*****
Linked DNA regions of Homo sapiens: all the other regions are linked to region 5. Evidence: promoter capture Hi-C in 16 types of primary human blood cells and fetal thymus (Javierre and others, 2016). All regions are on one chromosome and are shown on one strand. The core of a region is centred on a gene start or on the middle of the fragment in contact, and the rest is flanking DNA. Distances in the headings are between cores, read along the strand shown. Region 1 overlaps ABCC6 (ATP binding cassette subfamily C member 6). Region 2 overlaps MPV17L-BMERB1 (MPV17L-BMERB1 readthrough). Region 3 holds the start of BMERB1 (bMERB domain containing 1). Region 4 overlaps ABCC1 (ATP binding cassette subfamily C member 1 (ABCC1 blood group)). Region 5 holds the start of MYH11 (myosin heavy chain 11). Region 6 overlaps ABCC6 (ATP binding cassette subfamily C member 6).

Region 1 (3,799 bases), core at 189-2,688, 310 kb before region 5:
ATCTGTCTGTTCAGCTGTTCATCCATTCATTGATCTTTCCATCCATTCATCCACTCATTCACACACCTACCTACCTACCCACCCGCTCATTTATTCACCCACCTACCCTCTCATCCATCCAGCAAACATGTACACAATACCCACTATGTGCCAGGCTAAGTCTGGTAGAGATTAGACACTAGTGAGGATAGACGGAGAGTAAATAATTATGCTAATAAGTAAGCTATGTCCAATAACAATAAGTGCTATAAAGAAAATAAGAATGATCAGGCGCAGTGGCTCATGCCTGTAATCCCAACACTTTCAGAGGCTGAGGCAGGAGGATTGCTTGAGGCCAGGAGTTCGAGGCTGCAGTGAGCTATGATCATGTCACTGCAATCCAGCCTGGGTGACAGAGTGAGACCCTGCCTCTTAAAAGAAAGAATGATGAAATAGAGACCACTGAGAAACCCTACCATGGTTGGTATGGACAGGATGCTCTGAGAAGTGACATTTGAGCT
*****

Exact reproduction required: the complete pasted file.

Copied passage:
Linked DNA regions of Homo sapiens: all the other regions are linked to region 5. Evidence: promoter capture Hi-C in 16 types of primary human blood cells and fetal thymus (Javierre and others, 2016). All regions are on one chromosome and are shown on one strand. The core of a region is centred on a gene start or on the middle of the fragment in contact, and the rest is flanking DNA. Distances in the headings are between cores, read along the strand shown. Region 1 overlaps ABCC6 (ATP binding cassette subfamily C member 6). Region 2 overlaps MPV17L-BMERB1 (MPV17L-BMERB1 readthrough). Region 3 holds the start of BMERB1 (bMERB domain containing 1). Region 4 overlaps ABCC1 (ATP binding cassette subfamily C member 1 (ABCC1 blood group)). Region 5 holds the start of MYH11 (myosin heavy chain 11). Region 6 overlaps ABCC6 (ATP binding cassette subfamily C member 6).

Region 1 (3,799 bases), core at 189-2,688, 310 kb before region 5:
ATCTGTCTGTTCAGCTGTTCATCCATTCATTGATCTTTCCATCCATTCATCCACTCATTCACACACCTACCTACCTACCCACCCGCTCATTTATTCACCCACCTACCCTCTCATCCATCCAGCAAACATGTACACAATACCCACTATGTGCCAGGCTAAGTCTGGTAGAGATTAGACACTAGTGAGGATAGACGGAGAGTAAATAATTATGCTAATAAGTAAGCTATGTCCAATAACAATAAGTGCTATAAAGAAAATAAGAATGATCAGGCGCAGTGGCTCATGCCTGTAATCCCAACACTTTCAGAGGCTGAGGCAGGAGGATTGCTTGAGGCCAGGAGTTCGAGGCTGCAGTGAGCTATGATCATGTCACTGCAATCCAGCCTGGGTGACAGAGTGAGACCCTGCCTCTTAAAAGAAAGAATGATGAAATAGAGACCACTGAGAAACCCTACCATGGTTGGTATGGACAGGATGCTCTGAGAAGTGACATTTGAGCT